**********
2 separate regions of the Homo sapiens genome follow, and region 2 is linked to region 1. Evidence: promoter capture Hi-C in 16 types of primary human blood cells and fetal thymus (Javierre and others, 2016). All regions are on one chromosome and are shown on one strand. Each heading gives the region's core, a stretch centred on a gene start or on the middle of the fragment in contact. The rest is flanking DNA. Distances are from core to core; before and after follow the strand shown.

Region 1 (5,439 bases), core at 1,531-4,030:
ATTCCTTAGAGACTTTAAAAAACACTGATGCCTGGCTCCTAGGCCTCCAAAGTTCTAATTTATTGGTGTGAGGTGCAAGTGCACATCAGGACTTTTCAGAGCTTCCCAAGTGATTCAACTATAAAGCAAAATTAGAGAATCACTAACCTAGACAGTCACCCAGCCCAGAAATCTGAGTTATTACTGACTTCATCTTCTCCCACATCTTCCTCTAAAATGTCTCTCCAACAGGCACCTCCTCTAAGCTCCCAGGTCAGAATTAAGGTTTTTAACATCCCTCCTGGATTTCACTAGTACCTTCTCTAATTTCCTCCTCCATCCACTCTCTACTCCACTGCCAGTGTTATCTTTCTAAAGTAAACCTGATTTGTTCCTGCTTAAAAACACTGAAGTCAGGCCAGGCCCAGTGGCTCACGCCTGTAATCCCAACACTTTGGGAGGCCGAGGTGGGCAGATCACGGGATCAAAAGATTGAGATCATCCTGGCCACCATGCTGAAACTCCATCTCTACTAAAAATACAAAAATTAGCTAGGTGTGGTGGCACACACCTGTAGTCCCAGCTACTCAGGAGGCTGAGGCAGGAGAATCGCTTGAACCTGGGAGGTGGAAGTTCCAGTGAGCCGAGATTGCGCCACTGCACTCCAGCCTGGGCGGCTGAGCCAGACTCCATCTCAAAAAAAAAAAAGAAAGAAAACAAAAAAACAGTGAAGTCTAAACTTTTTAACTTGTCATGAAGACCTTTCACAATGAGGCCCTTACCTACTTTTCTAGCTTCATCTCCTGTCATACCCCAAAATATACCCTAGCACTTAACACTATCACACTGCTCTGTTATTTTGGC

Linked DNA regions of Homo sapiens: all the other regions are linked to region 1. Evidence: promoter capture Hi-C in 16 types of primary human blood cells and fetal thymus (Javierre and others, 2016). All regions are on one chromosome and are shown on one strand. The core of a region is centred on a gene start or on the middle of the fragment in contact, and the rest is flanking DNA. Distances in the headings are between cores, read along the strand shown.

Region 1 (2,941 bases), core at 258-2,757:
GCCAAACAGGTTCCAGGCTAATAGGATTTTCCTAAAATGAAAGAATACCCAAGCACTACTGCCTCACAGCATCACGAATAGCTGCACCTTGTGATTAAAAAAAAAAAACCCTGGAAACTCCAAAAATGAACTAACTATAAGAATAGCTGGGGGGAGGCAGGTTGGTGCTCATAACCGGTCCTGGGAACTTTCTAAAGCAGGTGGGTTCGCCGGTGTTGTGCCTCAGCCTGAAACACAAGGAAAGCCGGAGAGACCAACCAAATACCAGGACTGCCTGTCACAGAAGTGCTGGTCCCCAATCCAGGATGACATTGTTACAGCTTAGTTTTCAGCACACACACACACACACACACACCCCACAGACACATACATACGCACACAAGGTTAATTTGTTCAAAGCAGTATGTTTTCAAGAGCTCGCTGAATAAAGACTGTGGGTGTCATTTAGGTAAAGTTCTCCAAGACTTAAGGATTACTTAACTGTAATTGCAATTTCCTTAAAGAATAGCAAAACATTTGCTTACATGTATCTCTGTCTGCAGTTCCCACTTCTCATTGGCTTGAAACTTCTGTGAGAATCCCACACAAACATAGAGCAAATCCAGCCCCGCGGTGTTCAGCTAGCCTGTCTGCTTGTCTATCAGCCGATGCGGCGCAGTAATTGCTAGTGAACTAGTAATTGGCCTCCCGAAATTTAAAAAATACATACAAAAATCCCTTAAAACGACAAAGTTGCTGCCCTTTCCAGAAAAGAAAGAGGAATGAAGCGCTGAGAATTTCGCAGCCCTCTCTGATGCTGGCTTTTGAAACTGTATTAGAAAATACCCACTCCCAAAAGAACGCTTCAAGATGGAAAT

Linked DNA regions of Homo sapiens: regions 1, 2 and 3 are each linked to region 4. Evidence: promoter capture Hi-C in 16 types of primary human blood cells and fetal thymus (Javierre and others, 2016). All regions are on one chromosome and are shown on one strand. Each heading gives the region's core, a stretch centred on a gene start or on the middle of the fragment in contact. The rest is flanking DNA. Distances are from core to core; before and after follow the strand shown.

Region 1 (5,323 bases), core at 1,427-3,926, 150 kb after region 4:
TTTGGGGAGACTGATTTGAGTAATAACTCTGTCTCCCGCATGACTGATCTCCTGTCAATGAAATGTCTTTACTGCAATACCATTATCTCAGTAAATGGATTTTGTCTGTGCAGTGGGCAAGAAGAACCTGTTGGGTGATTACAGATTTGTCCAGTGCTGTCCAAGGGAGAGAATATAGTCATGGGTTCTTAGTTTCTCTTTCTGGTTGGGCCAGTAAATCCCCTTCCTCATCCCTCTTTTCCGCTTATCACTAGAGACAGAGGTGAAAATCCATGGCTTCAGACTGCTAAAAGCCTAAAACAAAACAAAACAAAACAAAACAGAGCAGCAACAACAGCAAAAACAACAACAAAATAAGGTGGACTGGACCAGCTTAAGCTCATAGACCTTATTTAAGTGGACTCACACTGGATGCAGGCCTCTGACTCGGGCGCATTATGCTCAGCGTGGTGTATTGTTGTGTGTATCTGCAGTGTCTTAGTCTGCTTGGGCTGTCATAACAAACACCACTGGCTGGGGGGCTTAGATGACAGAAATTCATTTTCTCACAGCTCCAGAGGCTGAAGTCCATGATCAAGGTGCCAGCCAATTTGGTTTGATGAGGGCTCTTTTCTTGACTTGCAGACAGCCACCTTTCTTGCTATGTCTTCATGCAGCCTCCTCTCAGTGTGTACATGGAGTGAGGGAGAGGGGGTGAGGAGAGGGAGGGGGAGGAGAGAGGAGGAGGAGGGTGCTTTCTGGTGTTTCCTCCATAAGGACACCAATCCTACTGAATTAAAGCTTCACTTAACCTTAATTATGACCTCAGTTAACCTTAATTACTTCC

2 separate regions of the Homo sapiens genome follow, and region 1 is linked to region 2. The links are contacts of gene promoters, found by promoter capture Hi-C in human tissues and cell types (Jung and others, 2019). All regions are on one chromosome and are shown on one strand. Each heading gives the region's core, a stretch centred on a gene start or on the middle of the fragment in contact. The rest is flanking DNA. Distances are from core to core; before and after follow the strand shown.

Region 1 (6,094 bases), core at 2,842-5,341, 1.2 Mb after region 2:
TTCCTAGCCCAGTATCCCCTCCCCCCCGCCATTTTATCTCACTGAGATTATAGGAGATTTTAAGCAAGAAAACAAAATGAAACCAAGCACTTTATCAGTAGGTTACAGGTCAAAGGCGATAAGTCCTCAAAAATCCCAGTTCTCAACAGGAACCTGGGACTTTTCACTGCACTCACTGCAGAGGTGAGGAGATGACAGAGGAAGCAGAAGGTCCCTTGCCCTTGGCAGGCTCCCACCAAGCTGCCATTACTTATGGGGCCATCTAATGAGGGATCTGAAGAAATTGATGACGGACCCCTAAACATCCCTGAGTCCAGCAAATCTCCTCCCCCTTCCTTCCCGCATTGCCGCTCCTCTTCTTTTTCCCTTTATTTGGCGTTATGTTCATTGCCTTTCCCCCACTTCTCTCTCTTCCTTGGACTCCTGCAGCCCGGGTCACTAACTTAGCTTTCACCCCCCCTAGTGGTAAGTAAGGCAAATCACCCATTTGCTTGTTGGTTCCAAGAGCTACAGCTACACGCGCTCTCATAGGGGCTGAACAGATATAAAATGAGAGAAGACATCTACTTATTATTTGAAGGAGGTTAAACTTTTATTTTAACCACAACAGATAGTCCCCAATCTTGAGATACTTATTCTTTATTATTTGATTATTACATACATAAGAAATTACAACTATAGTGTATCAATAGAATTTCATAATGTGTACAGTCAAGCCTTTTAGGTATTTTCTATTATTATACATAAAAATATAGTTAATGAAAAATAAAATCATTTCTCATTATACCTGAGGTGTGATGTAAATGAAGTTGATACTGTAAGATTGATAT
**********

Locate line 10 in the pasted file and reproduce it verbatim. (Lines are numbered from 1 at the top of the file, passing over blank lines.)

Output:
2 separate regions of the Homo sapiens genome follow, and region 1 is linked to region 2. The links are contacts of gene promoters, found by promoter capture Hi-C in human tissues and cell types (Jung and others, 2019). All regions are on one chromosome and are shown on one strand. Each heading gives the region's core, a stretch centred on a gene start or on the middle of the fragment in contact. The rest is flanking DNA. Distances are from core to core; before and after follow the strand shown.